The Dallas Observer is headed to the big screen. "Analogue People in a Digital World," a short documentary produced in collaboration with filmmaker duo Daniel Driensky and Sarah Reyes, is one of eight short films that will screen at Studio Movie Grill on Sunday, Oct. 8, as part of the Documentary Short Block of Dallas Videofest.
The film accompanied a February cover story by several Observer culture writers — Alaena Hostetter, Mollie Jamison, Nicholas Bostick and Rachel Williams — about local photographers who are using old-fashioned and unusual methods to produce pictures in an age when digital technology has provided cheap and easy alternatives.
The 11-minute film takes you into the workspaces of Frank Lopez, a teacher at Greenhill School who works with pinhole cameras and tintype; plant-inspired artist Shamsy Roomiani, who favors cyanotype; the Black family, which owns Photographique in Deep Ellum amd meticulously restores damaged photos; and Don Puckett, proprietor of Don's Used Photo Equipment on Irving Boulevard.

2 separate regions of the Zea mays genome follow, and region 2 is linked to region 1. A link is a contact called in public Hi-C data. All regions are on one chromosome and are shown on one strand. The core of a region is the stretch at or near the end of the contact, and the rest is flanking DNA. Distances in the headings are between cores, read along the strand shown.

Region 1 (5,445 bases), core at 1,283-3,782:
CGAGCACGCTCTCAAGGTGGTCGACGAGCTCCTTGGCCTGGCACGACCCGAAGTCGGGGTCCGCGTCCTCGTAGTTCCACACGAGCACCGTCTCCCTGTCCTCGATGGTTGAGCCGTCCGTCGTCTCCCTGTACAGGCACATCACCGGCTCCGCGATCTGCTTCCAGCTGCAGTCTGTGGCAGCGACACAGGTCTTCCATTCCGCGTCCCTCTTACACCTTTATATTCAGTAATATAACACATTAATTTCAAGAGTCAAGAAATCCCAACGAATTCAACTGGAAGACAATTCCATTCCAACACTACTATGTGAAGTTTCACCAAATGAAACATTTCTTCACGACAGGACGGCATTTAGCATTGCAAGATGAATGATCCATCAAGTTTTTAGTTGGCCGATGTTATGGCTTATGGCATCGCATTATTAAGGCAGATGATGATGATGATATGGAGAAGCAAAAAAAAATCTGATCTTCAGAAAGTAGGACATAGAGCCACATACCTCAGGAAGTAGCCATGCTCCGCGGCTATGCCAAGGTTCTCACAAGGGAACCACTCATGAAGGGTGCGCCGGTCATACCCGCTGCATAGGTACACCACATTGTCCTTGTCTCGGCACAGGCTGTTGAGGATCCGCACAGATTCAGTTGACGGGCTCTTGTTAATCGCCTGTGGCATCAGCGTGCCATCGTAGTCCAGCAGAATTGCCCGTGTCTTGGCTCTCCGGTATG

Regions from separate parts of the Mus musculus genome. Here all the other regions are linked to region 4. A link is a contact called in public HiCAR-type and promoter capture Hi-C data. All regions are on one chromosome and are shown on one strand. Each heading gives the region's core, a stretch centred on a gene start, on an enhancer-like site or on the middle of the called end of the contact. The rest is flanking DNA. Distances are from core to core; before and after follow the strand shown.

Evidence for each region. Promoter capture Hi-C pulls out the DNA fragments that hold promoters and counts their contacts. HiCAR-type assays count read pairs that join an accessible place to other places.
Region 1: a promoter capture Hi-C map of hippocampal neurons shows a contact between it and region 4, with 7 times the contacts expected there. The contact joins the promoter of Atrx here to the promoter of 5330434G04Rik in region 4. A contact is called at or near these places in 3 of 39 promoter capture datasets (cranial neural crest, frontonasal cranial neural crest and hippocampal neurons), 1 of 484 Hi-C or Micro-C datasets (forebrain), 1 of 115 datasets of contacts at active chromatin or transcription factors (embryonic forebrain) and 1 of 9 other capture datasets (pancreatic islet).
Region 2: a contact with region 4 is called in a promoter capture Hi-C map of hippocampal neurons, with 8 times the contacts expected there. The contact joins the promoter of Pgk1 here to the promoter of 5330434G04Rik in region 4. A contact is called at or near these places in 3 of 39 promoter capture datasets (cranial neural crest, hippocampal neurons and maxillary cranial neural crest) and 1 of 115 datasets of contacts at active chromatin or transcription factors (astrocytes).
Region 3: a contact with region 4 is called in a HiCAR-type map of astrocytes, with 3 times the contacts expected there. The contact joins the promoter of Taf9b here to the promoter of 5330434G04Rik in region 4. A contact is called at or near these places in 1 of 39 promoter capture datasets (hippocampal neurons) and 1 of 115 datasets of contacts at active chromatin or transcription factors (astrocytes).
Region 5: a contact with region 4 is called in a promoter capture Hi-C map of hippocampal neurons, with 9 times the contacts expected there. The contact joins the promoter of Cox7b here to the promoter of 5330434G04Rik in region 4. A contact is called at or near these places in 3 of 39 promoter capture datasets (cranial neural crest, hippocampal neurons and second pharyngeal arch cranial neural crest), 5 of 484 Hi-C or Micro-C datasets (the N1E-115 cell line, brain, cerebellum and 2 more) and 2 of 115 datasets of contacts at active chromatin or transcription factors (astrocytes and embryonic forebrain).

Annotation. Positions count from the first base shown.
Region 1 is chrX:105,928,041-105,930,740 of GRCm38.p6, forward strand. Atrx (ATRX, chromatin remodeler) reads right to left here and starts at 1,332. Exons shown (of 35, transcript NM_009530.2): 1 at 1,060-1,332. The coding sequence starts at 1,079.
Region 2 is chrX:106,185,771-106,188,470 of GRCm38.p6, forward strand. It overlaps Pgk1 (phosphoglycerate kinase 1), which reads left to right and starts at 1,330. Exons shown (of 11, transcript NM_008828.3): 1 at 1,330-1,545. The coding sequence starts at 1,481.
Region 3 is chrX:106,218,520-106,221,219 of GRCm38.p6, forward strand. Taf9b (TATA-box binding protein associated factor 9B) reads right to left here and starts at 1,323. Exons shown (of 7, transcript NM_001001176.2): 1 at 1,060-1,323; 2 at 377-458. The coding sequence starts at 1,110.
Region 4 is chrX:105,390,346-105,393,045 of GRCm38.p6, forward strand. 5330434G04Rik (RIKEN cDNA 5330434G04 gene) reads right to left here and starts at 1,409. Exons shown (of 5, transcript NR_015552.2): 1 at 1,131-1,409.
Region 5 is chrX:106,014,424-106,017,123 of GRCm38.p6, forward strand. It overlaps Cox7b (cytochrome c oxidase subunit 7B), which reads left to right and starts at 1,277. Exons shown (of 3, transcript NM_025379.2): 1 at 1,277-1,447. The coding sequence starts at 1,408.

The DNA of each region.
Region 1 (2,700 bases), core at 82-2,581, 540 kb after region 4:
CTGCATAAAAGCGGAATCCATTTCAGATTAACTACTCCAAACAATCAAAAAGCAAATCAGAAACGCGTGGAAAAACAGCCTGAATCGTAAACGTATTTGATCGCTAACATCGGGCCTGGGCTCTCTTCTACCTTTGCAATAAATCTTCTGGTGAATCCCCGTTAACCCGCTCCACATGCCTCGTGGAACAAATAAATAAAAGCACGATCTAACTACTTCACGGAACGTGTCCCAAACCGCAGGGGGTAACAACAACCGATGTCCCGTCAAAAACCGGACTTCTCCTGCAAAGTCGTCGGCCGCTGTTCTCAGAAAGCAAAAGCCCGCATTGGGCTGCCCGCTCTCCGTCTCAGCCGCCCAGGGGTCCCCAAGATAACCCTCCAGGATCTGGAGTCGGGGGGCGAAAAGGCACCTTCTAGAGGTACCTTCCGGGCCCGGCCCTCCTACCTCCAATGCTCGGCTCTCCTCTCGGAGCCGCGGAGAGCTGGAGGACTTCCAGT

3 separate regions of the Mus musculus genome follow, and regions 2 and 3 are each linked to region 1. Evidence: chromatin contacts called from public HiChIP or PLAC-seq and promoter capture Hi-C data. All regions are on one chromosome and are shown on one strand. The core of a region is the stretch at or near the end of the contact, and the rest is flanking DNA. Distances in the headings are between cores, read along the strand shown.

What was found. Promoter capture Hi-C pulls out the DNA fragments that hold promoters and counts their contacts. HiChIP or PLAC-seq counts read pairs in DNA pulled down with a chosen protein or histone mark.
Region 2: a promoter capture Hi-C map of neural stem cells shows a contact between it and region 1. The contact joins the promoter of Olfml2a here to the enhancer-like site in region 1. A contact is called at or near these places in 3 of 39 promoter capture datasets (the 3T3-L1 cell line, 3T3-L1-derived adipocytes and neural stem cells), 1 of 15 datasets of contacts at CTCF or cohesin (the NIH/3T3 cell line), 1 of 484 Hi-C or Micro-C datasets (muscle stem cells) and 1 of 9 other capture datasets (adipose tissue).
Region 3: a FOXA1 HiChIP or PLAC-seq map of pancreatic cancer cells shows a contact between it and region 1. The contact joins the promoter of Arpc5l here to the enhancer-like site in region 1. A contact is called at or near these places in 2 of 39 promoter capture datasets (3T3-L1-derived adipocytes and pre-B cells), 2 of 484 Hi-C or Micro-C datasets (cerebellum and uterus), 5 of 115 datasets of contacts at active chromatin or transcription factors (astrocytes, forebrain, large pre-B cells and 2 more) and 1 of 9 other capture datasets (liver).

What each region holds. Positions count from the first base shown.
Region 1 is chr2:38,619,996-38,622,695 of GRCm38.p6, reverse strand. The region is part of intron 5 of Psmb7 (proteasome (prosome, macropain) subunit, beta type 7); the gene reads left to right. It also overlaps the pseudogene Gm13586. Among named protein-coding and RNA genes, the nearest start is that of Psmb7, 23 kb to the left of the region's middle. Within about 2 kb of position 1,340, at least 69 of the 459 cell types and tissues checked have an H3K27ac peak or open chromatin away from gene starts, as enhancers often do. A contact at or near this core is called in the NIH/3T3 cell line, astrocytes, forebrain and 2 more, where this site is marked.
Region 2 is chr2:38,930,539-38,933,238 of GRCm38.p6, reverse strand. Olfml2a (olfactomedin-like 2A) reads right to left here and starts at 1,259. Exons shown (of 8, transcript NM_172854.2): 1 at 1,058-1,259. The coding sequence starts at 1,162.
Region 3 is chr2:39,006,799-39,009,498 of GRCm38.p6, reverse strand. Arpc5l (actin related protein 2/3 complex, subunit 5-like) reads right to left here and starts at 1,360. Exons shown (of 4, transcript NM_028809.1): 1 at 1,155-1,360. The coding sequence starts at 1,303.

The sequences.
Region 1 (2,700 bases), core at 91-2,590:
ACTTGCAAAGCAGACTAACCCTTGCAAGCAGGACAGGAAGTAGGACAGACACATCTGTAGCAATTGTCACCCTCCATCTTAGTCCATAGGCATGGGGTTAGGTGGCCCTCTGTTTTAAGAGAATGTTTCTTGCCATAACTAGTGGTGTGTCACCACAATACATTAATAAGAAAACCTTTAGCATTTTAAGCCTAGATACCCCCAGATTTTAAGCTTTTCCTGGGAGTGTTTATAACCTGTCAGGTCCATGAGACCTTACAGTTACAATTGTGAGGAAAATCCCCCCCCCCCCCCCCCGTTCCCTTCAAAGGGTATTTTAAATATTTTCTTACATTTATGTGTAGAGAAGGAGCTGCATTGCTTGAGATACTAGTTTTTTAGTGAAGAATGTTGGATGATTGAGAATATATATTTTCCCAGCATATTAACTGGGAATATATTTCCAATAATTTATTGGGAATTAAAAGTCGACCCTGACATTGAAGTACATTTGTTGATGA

"We've always been interested in artists, and particularly those that craft images. At the micro level this film is about specific people and their dedication to a craft, but at a macro level, this is about the resurgence of film and analog photography," Reyes says. "Analog processes were almost forgotten in the rise of the digital age, but now that we have a new generation of artists working in film there is a revival that has a duality of nostalgia and contemporary subject matter."
"Creating documentaries facilitates a way for us to create a narrative for the arts and culture scene we are a part of, and it gives us the power to share this world with others that may never have known about it, but would be interested in it," she continues. "We submitted this piece as a way to perpetuate the notion that analog mediums are coming back and to reignite the popularization of the craft."
The other films screening at Studio Movie Grill on Oct. 8 are Rabbit Hunt, Half a Life, Election Night, Friday Nights in Fredericks, Mono Generation, Beto vs. Cruz: The Fight for 2018 and Two of Five Million. The documentary portion of the film festival runs Oct. 5-8, but the 30th Dallas VideoFest will continue to host events into November.
To learn more about local filmmakers Daniel Driensky and Sarah Reyes, who operate as Exploredinary, visit exploredinary.com. For more info about Dallas Videofest, visit videofest.org.
"Analogue People in a Digital World" screening, 2 p.m. Sunday, Oct. 8, Studio Movie Grill, $10, videofest.org.